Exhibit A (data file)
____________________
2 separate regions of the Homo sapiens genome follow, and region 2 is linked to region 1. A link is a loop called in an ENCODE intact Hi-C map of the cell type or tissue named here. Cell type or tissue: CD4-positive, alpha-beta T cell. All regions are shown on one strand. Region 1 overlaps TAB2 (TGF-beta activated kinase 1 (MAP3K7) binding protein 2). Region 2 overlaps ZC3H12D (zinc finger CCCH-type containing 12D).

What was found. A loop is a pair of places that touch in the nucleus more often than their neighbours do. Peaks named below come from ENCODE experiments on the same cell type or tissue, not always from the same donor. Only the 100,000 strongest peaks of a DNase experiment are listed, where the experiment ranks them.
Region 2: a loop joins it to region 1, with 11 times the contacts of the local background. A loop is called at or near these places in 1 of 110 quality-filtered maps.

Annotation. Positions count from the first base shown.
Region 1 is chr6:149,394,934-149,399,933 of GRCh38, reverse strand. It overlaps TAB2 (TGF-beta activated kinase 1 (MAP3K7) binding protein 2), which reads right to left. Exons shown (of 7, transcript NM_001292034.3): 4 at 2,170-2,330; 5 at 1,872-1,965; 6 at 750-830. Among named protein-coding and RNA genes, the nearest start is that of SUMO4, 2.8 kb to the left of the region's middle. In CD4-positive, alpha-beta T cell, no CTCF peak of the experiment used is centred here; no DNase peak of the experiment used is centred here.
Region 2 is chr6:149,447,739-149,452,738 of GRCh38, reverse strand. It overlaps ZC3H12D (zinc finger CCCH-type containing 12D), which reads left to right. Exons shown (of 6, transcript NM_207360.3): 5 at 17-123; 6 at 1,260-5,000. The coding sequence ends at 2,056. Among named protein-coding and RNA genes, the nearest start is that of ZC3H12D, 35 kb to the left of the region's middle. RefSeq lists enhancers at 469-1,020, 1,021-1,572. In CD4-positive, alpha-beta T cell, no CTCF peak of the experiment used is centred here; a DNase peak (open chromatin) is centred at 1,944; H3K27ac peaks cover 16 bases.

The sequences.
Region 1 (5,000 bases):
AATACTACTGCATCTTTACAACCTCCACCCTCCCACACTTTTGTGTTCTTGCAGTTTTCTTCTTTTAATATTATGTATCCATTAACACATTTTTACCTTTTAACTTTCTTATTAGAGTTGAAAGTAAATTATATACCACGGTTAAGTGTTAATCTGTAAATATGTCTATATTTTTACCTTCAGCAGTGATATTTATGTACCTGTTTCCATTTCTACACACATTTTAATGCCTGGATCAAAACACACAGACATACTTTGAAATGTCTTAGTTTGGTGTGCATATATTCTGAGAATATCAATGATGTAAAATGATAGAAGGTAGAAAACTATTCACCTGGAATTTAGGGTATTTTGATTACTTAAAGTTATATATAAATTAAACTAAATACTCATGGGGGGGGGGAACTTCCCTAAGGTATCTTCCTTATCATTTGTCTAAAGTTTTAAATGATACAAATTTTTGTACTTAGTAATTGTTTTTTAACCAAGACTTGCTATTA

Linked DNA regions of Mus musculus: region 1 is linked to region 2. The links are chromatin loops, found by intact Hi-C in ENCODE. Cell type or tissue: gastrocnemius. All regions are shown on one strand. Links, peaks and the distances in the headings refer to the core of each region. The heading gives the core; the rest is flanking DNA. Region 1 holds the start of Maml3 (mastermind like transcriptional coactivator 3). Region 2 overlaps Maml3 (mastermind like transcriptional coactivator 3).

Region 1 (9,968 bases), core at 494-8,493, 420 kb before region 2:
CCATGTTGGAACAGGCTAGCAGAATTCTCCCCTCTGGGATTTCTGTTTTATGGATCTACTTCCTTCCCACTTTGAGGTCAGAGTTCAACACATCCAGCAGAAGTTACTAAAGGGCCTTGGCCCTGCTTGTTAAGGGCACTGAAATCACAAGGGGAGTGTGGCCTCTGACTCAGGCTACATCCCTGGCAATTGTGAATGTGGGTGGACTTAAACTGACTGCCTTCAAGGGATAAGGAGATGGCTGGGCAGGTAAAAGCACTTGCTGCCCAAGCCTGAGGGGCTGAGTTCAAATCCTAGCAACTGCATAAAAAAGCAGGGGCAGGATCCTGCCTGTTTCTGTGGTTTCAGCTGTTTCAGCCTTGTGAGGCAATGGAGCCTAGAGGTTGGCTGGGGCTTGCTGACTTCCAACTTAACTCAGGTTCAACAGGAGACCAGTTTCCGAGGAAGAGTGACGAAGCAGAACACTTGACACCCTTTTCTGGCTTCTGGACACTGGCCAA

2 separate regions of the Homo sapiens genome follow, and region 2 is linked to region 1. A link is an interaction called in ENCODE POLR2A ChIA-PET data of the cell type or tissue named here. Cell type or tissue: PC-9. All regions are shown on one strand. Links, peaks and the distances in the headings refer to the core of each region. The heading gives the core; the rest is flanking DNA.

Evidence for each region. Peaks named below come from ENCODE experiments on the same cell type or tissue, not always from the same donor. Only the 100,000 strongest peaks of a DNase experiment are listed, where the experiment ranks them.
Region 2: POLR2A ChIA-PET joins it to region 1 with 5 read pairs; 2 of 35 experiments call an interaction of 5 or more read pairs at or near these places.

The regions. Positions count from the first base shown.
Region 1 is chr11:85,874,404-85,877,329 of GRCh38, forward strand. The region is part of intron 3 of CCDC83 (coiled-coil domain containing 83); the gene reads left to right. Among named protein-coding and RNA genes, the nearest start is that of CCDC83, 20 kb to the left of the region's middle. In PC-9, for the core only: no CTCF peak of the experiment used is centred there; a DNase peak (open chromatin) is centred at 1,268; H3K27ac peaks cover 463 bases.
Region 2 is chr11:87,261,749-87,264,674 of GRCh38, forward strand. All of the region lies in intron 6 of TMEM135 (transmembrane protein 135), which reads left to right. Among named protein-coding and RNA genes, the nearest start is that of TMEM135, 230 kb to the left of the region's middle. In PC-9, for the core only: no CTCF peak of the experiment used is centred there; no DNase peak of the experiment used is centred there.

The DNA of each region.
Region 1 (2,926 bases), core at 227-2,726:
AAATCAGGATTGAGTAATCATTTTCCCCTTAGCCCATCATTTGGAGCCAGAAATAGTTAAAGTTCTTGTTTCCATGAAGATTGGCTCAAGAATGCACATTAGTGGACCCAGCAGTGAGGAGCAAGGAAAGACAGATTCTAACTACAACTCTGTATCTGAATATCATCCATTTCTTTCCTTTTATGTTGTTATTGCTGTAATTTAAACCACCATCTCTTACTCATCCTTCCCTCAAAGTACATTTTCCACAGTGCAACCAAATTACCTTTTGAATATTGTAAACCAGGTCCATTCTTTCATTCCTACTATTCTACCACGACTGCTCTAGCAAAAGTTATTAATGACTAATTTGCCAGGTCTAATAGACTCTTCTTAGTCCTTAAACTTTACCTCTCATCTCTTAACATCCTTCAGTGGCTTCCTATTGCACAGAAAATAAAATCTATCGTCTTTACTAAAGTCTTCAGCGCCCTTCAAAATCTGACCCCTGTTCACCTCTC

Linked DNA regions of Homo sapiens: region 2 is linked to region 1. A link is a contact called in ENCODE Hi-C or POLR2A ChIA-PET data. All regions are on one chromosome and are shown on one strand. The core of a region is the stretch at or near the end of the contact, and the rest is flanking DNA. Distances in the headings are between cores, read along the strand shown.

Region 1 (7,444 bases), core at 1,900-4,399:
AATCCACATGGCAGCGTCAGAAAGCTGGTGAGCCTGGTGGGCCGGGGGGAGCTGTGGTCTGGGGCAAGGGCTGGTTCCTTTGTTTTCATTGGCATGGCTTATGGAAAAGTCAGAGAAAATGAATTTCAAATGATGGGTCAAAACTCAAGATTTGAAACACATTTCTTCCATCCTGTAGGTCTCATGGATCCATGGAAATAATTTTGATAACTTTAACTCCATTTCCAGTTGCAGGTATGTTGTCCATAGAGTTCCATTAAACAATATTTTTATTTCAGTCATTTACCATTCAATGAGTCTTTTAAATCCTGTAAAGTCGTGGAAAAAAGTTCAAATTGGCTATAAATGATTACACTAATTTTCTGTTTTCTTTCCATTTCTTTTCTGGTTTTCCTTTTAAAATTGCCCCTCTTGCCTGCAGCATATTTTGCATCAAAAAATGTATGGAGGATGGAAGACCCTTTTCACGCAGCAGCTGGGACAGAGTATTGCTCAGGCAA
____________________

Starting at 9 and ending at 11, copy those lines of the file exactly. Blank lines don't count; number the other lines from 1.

AATACTACTGCATCTTTACAACCTCCACCCTCCCACACTTTTGTGTTCTTGCAGTTTTCTTCTTTTAATATTATGTATCCATTAACACATTTTTACCTTTTAACTTTCTTATTAGAGTTGAAAGTAAATTATATACCACGGTTAAGTGTTAATCTGTAAATATGTCTATATTTTTACCTTCAGCAGTGATATTTATGTACCTGTTTCCATTTCTACACACATTTTAATGCCTGGATCAAAACACACAGACATACTTTGAAATGTCTTAGTTTGGTGTGCATATATTCTGAGAATATCAATGATGTAAAATGATAGAAGGTAGAAAACTATTCACCTGGAATTTAGGGTATTTTGATTACTTAAAGTTATATATAAATTAAACTAAATACTCATGGGGGGGGGGAACTTCCCTAAGGTATCTTCCTTATCATTTGTCTAAAGTTTTAAATGATACAAATTTTTGTACTTAGTAATTGTTTTTTAACCAAGACTTGCTATTA

Linked DNA regions of Mus musculus: region 1 is linked to region 2. The links are chromatin loops, found by intact Hi-C in ENCODE. Cell type or tissue: gastrocnemius. All regions are shown on one strand. Links, peaks and the distances in the headings refer to the core of each region. The heading gives the core; the rest is flanking DNA. Region 1 holds the start of Maml3 (mastermind like transcriptional coactivator 3). Region 2 overlaps Maml3 (mastermind like transcriptional coactivator 3).

Region 1 (9,968 bases), core at 494-8,493, 420 kb before region 2: